‘Weakest Link’ – Lay Judges Jeopardise North Macedonia Justice

In one case, a lay judge failed to declare that she was the sister of the defence lawyer. The resignation or retirement of a lay judge, by law, returns the trial to the beginning, costing often months or even years of court time.

Recently, lay judges have been at the heart of procedural complications in several high-profile cases involving Gruevski, his former secret police chief Sasho Mijalkov and former Transport Minister Mile Janakieski - all brought by a now-defunct Special Prosecution Office created in 2016 to pursue high-level corruption but brought down by its own graft scandal.

Paid very little but often wielding power equal to that of the professional judges, lay judges are susceptible to bribery and pressure, experts warn.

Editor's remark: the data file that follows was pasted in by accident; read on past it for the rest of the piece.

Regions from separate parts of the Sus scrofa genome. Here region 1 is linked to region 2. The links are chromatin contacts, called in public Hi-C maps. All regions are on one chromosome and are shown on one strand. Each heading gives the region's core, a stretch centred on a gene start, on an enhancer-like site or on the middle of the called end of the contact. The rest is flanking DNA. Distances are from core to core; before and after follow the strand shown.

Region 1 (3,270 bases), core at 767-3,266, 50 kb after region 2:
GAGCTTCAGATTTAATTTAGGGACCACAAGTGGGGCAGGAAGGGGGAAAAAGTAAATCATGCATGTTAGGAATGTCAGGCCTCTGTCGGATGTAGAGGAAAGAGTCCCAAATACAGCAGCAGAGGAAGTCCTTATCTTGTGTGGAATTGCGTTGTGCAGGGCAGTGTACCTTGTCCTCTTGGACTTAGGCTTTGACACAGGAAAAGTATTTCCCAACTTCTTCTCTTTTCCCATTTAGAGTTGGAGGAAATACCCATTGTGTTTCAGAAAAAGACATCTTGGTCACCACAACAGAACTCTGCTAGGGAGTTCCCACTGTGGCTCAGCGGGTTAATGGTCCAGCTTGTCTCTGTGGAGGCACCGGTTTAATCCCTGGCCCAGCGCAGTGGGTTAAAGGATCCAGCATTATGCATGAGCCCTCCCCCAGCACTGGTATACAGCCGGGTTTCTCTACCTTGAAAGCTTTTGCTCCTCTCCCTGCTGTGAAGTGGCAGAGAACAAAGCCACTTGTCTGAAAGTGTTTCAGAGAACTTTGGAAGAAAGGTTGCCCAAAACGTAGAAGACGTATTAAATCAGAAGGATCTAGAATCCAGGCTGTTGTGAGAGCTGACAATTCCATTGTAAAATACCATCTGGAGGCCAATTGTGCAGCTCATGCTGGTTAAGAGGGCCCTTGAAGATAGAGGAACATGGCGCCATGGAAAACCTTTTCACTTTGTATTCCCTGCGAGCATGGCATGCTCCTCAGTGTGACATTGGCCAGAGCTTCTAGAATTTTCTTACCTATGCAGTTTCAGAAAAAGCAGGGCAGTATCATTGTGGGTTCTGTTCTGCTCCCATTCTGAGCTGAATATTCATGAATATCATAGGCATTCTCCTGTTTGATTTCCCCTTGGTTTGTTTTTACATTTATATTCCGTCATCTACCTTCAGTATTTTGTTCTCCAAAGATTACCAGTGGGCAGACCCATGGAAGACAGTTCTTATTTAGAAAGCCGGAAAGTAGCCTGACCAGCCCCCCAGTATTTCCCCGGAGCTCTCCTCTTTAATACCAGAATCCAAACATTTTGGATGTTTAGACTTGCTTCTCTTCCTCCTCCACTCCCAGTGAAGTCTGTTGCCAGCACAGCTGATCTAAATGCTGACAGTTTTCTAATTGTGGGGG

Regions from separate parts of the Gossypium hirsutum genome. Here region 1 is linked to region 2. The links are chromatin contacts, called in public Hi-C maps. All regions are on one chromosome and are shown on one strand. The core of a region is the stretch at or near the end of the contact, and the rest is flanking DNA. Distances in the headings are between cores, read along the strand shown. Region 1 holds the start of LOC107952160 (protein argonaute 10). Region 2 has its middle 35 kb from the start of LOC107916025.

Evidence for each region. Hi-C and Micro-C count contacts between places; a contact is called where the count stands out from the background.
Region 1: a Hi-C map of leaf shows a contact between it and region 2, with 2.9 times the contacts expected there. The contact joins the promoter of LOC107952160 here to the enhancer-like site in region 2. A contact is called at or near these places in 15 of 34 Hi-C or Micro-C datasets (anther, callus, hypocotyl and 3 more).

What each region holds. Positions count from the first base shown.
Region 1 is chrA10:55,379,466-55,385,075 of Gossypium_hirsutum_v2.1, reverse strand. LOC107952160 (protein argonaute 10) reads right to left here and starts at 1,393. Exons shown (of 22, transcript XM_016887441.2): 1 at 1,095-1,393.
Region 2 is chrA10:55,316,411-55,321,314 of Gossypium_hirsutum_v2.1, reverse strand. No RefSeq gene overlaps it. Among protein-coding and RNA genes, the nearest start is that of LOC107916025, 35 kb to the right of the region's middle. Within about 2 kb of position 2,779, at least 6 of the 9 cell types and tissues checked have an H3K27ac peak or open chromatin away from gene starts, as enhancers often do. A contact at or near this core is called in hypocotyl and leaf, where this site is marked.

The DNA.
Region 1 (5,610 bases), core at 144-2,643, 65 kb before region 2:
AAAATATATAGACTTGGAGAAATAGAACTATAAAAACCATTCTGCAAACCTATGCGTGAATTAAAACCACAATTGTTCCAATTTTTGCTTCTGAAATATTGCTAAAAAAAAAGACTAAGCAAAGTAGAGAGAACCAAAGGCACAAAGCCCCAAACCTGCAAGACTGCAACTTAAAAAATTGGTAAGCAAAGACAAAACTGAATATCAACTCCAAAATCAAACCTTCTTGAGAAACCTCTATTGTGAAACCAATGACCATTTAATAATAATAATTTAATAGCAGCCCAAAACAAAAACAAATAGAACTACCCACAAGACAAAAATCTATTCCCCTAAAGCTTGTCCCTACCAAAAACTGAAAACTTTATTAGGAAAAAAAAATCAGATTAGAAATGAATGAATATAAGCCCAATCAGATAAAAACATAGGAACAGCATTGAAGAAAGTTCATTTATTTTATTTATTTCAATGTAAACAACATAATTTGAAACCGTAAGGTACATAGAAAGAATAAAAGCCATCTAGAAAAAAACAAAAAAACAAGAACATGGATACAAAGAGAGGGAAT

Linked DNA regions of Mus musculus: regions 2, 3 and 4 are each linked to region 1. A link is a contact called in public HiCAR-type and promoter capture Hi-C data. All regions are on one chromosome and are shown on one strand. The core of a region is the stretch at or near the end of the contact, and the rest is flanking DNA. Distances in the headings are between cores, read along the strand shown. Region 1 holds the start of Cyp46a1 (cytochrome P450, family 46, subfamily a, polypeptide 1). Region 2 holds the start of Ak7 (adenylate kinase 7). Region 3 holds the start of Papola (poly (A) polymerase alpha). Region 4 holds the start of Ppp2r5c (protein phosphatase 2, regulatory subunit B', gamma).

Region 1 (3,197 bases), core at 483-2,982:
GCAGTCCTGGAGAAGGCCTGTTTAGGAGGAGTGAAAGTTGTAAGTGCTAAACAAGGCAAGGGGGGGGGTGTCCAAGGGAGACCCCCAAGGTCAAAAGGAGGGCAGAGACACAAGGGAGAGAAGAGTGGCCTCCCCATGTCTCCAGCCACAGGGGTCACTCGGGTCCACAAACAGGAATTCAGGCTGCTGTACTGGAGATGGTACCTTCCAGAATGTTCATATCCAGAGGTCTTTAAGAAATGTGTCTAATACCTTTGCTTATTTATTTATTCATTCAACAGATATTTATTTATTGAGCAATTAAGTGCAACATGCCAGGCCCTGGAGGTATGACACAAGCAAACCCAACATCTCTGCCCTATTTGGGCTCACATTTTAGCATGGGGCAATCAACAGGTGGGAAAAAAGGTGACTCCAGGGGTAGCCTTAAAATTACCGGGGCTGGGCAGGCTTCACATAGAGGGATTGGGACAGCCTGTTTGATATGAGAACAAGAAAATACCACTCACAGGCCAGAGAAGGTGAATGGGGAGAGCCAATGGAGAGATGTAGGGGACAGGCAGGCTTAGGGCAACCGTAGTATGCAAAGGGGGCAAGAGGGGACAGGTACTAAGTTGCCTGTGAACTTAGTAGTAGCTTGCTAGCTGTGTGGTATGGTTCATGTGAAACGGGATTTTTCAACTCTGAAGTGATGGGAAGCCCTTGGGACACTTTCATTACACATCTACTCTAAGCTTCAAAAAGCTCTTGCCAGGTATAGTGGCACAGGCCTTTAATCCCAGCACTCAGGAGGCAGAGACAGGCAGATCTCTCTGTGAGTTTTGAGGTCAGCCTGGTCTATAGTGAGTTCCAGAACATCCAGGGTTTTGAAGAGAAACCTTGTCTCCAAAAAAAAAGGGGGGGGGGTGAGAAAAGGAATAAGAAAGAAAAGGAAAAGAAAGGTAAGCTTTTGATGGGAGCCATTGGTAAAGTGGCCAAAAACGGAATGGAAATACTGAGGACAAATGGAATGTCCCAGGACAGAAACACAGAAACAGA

"A few years ago, in one of my trials, two lay judges had literally been bought," said a judge who spoke on condition of anonymity.

Ivan Djolev, chairman of Skopje's Criminal Court, told BIRN: "Lay judges are indeed one of the weakest links in our judiciary. They are chosen by the Judicial Council and then appointed to the courts, and there's almost never any discussion of their responsibilities."

While professional judges are strictly prohibited from engaging in any political activities, lay judges face no such restrictions. Photo: Robert Atanasovski


North Macedonia is not alone in using lay judges. Variations of the system can be found across Europe, usually as a way to provide some civil control and foster public confidence in the courts.

In North Macedonia, lay judges outnumber professional judges. In a first instance criminal court the ratio is 2:1 if the charge carries a prison term of between five and 10 years. For more serious crimes, there are...

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